It accelerated, though, largely outside the scope of U.S. Soccer’s girls talent identification apparatus. While U.S. men’s and boys national teams have an extensive recent history of recruiting players reared abroad, the women’s program has relied exclusively on players who spent their formative years in America — for a very simple reason: While Europe has long boasted the best boys soccer academies, on the girls side, the U.S. was the standard-bearer; Europe lagged.

But that’s changing. The same pro clubs that scouted Lily’s brothers are now scouting — and tutoring — girls like her. They’re leveraging existing infrastructure and methodologies. Many experts would argue that at least a dozen top European clubs, including Ajax, and perhaps many more, now offer a better footballing education than most or all youth clubs in the U.S.

The Ajax education has begun to shape Lily into a multi-dimensional, pro-ready midfielder. The environment, she says, “is always pushing you and challenging you to develop.” Daniel recently asked her what she’s learned, and she spoke about reading teammates’ movement, about advanced concepts that flew over Daniel’s head. The second team, Lily says, prepared her for a “pretty smooth transition” to the first team — and an unprecedented leap.

AMSTERDAM - (l-r) Lily Yohannes of Ajax, Korbin Albert of Paris Saint-Germain during the UEFA Women's Champions League Group C match between Ajax Amsterdam and Paris Saint Germain at the Johan Cruijff ArenA on November 15, 2023 in Amsterdam, Netherlands. ANP | Hollandse Hoogte | GERRIT VAN COLOGNE (Photo by ANP via Getty Images)

Lily Yohannes of Ajax, Korbin Albert of Paris Saint-Germain during the UEFA Women’s Champions League Group C match between Ajax Amsterdam and Paris Saint Germain at the Johan Cruijff Arena on Nov. 15, 2023 in Amsterdam, Netherlands. (ANP via Getty Images)

A nervy Women’s Champions League debut

The contract offer came midway through last season, before Lily could legally drive or drink or vote. It initially shocked the Yohannes family. And it presented them with the latest of many consequential choices. Lily could sign with Ajax, on a three-year deal through June 2026; or she could hold out for a college scholarship, four years of free tuition at an elite university, a degree that could pave the way to a successful life.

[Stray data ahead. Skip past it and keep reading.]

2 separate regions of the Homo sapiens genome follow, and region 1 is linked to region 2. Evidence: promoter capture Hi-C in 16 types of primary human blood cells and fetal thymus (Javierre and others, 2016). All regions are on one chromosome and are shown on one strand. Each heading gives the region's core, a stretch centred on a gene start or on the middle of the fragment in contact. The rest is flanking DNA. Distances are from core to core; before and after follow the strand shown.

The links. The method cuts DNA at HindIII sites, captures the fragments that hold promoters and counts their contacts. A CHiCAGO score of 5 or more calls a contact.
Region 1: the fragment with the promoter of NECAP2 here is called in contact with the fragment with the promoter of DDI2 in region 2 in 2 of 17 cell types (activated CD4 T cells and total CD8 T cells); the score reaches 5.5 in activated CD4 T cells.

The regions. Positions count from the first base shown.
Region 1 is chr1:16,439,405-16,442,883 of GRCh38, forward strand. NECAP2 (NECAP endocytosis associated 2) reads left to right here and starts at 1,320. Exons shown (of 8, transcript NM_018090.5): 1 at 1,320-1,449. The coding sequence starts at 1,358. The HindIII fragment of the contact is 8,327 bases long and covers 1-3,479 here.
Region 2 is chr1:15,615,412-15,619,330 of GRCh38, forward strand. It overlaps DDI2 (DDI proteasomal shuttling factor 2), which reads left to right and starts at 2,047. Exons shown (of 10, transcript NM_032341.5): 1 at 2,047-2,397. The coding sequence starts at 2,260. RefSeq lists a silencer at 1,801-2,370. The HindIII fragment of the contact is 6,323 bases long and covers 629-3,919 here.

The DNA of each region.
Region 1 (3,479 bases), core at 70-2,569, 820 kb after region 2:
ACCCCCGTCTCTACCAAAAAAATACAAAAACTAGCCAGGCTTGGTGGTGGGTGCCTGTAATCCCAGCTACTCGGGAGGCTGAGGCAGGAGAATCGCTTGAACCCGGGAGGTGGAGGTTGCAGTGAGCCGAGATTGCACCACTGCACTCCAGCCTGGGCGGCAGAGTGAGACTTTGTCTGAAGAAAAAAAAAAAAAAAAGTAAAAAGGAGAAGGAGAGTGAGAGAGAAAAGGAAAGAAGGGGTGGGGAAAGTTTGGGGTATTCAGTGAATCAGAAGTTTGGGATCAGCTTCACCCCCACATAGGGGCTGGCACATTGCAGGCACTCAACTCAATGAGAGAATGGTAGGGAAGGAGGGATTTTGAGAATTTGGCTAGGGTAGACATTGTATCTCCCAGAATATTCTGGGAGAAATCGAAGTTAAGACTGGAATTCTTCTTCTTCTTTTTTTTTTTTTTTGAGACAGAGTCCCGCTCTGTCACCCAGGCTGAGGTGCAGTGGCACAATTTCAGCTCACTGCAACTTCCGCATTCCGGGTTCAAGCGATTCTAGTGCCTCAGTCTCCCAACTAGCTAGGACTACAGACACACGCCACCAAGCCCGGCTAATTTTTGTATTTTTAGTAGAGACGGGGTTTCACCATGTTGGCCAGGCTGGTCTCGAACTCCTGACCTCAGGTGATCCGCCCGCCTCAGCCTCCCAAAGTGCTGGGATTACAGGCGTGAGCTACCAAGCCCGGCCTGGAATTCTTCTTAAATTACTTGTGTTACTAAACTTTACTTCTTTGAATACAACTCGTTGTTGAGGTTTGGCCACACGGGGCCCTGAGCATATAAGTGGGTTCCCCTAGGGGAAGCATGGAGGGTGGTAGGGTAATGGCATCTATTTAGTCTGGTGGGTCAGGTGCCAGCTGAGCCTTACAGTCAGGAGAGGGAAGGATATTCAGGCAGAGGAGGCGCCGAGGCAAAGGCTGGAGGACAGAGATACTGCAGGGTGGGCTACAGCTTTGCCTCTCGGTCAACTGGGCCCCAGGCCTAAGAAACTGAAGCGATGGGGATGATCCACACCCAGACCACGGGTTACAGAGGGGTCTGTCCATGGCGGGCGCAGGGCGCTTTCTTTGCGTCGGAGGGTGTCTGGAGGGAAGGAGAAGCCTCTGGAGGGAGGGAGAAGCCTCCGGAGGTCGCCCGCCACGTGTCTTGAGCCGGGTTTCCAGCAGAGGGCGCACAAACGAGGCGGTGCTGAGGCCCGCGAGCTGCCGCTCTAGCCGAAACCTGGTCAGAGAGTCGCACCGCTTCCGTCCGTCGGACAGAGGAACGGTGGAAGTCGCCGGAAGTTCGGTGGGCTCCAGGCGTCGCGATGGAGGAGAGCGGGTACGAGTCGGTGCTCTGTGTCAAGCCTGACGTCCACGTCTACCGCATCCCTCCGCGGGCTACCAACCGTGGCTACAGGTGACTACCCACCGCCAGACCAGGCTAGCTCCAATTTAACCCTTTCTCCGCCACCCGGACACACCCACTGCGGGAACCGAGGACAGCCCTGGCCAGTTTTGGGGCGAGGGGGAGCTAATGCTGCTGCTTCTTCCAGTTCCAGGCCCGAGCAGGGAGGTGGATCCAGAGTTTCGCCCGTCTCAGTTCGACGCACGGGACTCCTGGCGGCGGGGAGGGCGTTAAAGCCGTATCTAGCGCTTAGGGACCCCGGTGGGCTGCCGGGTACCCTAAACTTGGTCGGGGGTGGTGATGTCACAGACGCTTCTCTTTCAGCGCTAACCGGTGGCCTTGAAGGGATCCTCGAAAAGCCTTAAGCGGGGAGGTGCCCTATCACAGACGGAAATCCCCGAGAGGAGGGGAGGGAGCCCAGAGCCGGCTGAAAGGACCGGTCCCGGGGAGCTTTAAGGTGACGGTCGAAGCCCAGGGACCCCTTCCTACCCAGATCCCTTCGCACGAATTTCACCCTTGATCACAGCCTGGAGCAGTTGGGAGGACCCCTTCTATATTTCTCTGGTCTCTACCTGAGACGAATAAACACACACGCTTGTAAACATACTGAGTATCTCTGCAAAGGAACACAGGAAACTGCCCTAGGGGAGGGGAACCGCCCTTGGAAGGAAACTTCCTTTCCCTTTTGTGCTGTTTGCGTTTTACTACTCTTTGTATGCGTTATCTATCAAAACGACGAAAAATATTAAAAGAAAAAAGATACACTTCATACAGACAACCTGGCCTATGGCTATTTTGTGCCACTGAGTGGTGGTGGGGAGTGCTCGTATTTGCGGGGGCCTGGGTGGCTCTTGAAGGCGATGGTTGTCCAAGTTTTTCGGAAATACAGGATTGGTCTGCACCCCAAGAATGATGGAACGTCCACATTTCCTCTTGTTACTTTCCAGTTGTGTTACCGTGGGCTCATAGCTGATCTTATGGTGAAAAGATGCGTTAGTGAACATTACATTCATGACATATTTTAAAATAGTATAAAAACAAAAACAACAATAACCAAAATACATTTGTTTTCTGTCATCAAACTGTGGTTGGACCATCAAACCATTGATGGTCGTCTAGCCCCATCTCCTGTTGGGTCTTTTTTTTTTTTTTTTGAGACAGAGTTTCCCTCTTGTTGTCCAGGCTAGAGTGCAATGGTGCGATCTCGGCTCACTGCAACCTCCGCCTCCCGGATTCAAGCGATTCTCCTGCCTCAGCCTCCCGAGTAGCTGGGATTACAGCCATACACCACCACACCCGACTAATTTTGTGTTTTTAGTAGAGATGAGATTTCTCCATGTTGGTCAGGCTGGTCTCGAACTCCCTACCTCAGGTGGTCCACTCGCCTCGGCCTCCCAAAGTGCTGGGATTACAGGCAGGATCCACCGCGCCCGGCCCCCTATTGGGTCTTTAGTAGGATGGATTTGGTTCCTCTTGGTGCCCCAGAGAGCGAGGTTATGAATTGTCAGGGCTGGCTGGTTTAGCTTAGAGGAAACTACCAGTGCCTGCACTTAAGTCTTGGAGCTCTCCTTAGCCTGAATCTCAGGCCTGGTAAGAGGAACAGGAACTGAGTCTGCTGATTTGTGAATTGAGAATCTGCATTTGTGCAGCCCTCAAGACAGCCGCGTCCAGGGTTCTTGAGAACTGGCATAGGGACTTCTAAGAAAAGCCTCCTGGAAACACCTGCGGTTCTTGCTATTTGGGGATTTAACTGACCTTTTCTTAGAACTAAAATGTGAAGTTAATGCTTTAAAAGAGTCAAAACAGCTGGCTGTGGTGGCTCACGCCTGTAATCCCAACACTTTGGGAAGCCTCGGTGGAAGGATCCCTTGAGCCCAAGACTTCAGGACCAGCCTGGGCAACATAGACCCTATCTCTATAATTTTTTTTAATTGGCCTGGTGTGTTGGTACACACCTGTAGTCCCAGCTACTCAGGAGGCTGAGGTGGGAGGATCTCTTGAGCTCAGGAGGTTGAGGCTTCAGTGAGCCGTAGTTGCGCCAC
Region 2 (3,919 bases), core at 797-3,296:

Her choice, though, was clear. “Very clear,” Daniel says with a laugh. “Crystal clear.” She wanted to be a footballer. She signed in April, at age 15, and became the youngest pro in Ajax history.

Her days now begin with a 15-minute car ride to training. Some include a video session, and some a stint in the gym. Then there is school — online, individualized by Ajax — and a train ride home. There are meals, and homework, and rest, and sleep, and repeat. “Every day,” Lily says.

When asked if she enjoys school she answers reticently. But Daniel perks up.

“Come on Lily!” Dad says. “You can say that you’re a straight-A student!”

She seems more comfortable speaking with her football, though. She has zoomed into the Ajax starting lineup, and rarely looked back. She is the youngest of an all-teen midfield that, on paper, looked completely overmatched by PSG — but not on the pitch last week. They neutralized Grace Geyoro, a top-50 player globally; and Jackie Groenen, a Dutch national team mainstay; and Korbin Albert, a 20-year-old American recently called up to the USWNT.

Yohannes felt “some nerves” in the hours before kickoff. “But once I got onto the field, and got that first ball contact, then the nerves really just go away,” she says. She noted the game’s quick tempo; she could tell this was a level beyond anything she’d felt before. But she didn’t shy away from it. She plunged into duels. She sought out the ball.

She was far too focused to ponder just how freakin’ cool the whole experience was, but as she strolled around the field afterward, hugging teammates and thanking fans, the realization set in. It followed her home that night. She walked through the door around 1 a.m. Dad wanted to watch a recording of the game, in part to offer his traditional critiques. But Lily disappeared into her bedroom, and let her mind roam free.

“I was pretty tired,” she says, “but couldn’t really get [to] sleep, just thinking about the game the whole time.”

Nor did she have to. There was no day-after-game training session. And “luckily,” she says, “I got free from school that day.”